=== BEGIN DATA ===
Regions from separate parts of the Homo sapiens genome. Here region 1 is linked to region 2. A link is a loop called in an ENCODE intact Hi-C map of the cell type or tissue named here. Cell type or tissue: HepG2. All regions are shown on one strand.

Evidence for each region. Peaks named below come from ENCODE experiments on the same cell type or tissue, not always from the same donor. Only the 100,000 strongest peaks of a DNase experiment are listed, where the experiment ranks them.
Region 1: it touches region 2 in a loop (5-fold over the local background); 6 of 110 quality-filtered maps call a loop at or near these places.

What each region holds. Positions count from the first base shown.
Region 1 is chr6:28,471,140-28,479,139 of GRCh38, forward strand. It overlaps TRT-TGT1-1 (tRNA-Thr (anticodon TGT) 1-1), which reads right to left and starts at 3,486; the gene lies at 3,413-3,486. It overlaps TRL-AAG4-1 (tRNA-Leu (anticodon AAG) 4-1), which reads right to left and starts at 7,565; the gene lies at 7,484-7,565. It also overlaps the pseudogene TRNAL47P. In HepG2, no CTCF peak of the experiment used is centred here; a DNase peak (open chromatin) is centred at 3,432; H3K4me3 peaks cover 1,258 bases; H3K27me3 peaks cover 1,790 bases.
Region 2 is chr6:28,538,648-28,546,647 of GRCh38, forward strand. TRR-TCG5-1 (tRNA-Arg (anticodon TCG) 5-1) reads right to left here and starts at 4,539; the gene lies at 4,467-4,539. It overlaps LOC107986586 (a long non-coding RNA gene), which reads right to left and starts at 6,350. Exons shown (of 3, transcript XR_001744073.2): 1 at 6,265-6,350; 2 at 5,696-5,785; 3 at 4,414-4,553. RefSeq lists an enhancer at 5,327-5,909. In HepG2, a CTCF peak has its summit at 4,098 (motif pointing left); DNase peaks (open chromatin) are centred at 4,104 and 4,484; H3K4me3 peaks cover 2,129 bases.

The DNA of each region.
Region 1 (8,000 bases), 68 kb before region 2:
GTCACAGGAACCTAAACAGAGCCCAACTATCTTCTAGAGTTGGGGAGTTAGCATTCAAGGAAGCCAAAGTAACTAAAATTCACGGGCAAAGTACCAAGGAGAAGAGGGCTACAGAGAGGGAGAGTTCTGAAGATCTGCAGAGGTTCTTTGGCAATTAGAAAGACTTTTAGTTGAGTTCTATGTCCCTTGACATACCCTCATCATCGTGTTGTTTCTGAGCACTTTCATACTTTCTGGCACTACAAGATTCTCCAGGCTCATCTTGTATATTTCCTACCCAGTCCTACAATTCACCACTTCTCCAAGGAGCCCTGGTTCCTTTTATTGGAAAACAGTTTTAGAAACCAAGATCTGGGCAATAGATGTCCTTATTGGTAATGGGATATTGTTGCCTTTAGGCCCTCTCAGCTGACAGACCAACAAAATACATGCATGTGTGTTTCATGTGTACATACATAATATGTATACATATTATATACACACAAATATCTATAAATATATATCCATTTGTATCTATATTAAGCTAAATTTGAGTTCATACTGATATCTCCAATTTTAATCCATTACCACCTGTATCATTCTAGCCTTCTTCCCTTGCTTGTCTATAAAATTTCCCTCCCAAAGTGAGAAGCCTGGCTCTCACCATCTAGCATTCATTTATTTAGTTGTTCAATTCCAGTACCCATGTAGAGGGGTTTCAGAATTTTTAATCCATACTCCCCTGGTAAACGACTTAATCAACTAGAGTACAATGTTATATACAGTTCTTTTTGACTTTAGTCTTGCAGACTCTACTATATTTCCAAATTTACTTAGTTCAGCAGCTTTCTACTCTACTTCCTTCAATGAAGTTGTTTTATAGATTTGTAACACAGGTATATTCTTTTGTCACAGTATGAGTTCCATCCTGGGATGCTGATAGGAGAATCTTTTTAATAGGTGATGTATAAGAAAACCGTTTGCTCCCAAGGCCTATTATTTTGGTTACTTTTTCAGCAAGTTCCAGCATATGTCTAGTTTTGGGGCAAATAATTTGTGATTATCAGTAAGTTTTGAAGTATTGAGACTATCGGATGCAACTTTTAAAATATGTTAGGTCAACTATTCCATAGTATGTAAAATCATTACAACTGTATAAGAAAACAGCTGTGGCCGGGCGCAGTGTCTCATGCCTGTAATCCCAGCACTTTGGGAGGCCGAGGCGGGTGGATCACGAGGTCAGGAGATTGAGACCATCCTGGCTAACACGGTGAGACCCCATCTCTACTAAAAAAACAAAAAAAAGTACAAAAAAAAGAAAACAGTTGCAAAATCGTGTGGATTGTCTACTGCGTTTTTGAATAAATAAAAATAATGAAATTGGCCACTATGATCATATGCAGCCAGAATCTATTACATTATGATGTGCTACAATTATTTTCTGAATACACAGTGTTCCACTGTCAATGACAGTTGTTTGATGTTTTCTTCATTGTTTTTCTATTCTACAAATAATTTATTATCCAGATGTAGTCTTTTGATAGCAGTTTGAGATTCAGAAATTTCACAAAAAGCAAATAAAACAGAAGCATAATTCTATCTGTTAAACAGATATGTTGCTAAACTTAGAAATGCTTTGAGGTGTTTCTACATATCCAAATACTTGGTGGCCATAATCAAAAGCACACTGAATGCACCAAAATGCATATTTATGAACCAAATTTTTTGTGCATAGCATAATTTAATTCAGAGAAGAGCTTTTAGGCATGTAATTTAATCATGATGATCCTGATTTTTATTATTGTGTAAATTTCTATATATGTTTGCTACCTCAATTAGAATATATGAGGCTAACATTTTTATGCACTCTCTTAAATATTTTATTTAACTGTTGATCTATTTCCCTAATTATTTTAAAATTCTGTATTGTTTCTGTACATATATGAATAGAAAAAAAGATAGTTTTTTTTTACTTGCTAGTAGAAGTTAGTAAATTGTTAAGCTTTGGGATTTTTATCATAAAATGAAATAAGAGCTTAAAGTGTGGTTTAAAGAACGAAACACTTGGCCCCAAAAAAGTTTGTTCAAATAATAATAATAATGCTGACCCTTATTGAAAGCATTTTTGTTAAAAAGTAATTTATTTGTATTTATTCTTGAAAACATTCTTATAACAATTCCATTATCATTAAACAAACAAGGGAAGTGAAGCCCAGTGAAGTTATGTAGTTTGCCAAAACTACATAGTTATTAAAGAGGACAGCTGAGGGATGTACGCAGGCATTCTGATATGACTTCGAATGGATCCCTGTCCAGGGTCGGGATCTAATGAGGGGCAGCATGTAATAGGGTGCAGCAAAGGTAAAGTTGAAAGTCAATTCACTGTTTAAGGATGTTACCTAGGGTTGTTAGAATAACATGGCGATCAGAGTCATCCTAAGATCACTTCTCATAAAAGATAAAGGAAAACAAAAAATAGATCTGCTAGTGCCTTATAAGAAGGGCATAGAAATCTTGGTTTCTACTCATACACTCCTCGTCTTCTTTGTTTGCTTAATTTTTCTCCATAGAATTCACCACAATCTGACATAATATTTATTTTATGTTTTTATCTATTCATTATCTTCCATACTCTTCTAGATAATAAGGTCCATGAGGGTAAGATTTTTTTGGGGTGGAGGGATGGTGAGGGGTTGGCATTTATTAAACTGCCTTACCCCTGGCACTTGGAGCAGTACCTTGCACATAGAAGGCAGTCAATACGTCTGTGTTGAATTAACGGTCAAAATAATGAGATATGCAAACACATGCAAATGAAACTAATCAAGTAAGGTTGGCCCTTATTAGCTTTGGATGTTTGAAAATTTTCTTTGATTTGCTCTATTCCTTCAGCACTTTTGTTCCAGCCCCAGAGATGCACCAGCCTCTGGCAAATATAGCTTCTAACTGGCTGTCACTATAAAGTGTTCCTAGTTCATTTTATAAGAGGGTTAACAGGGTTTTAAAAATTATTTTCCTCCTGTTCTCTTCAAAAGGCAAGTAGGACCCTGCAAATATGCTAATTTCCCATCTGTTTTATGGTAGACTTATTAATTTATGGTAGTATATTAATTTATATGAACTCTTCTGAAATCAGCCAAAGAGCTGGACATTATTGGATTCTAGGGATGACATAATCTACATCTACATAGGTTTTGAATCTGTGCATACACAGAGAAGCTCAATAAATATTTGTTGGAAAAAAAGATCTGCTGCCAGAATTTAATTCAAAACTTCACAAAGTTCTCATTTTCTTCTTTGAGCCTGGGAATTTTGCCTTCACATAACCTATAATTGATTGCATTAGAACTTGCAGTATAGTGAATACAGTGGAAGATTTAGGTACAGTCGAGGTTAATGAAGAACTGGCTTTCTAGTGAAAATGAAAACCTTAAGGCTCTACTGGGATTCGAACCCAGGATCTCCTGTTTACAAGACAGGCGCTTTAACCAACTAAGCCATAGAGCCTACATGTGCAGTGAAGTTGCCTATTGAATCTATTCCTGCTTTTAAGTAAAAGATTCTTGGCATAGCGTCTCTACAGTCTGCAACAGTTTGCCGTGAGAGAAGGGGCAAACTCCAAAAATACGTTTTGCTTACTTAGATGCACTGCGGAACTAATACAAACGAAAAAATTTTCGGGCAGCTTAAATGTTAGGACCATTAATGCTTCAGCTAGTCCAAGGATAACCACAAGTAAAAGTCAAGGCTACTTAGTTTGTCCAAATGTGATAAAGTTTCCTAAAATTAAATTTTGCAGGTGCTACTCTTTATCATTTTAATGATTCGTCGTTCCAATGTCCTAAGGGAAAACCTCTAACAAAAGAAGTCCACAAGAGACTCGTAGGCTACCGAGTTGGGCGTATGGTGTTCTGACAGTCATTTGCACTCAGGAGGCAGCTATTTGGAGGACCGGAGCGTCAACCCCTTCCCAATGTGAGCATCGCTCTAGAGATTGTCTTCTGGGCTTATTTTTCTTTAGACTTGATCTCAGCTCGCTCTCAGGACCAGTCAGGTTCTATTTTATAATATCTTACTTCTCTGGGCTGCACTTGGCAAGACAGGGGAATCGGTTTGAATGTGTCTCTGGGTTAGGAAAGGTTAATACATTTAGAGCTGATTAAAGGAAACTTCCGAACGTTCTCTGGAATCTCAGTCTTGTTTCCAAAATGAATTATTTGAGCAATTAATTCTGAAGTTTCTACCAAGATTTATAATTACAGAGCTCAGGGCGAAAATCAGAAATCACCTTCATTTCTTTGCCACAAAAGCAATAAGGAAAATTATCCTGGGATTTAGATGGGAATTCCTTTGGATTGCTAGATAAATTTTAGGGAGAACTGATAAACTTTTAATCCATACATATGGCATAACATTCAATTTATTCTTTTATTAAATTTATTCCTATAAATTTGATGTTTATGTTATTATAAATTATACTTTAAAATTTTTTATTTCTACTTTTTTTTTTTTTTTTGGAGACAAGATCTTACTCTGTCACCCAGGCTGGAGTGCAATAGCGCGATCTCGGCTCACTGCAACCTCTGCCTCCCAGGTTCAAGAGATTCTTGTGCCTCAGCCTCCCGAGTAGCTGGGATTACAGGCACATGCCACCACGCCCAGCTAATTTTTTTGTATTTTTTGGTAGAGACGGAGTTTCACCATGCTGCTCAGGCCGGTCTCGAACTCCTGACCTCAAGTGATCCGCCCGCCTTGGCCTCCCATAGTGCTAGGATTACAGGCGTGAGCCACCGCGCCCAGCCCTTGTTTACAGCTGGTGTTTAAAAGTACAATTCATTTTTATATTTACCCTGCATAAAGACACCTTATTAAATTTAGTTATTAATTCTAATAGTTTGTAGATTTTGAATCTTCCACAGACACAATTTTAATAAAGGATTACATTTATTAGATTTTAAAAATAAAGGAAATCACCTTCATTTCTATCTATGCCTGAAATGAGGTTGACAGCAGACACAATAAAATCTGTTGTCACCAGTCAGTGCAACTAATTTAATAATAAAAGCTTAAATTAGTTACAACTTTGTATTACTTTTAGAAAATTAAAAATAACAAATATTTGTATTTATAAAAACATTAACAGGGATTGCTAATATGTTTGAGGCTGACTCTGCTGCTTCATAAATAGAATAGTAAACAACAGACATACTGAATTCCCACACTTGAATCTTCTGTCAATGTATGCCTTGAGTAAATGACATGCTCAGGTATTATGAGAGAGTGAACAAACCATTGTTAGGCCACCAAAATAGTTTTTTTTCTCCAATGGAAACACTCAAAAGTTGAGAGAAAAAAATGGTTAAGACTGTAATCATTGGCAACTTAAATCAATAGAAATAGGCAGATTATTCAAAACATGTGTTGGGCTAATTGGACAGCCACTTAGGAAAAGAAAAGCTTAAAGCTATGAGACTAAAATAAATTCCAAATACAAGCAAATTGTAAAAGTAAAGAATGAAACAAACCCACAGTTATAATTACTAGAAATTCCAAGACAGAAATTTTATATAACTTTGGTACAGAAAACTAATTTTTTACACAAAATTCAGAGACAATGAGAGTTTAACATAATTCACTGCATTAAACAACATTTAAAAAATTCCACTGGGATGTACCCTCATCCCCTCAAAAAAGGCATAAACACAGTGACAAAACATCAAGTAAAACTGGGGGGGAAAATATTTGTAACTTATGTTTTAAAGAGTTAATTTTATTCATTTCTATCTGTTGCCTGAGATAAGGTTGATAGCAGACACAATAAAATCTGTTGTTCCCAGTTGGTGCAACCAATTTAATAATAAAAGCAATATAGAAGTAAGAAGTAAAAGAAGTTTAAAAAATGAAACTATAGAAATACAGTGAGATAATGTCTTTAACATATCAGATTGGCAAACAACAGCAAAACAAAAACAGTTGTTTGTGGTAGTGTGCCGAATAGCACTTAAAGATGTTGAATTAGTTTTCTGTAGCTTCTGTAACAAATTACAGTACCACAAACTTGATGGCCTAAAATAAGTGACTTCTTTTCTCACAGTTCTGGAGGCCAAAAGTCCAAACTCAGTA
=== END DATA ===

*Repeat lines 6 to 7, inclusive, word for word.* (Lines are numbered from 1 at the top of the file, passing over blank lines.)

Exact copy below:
Region 2 is chr6:28,538,648-28,546,647 of GRCh38, forward strand. TRR-TCG5-1 (tRNA-Arg (anticodon TCG) 5-1) reads right to left here and starts at 4,539; the gene lies at 4,467-4,539. It overlaps LOC107986586 (a long non-coding RNA gene), which reads right to left and starts at 6,350. Exons shown (of 3, transcript XR_001744073.2): 1 at 6,265-6,350; 2 at 5,696-5,785; 3 at 4,414-4,553. RefSeq lists an enhancer at 5,327-5,909. In HepG2, a CTCF peak has its summit at 4,098 (motif pointing left); DNase peaks (open chromatin) are centred at 4,104 and 4,484; H3K4me3 peaks cover 2,129 bases.

The DNA of each region.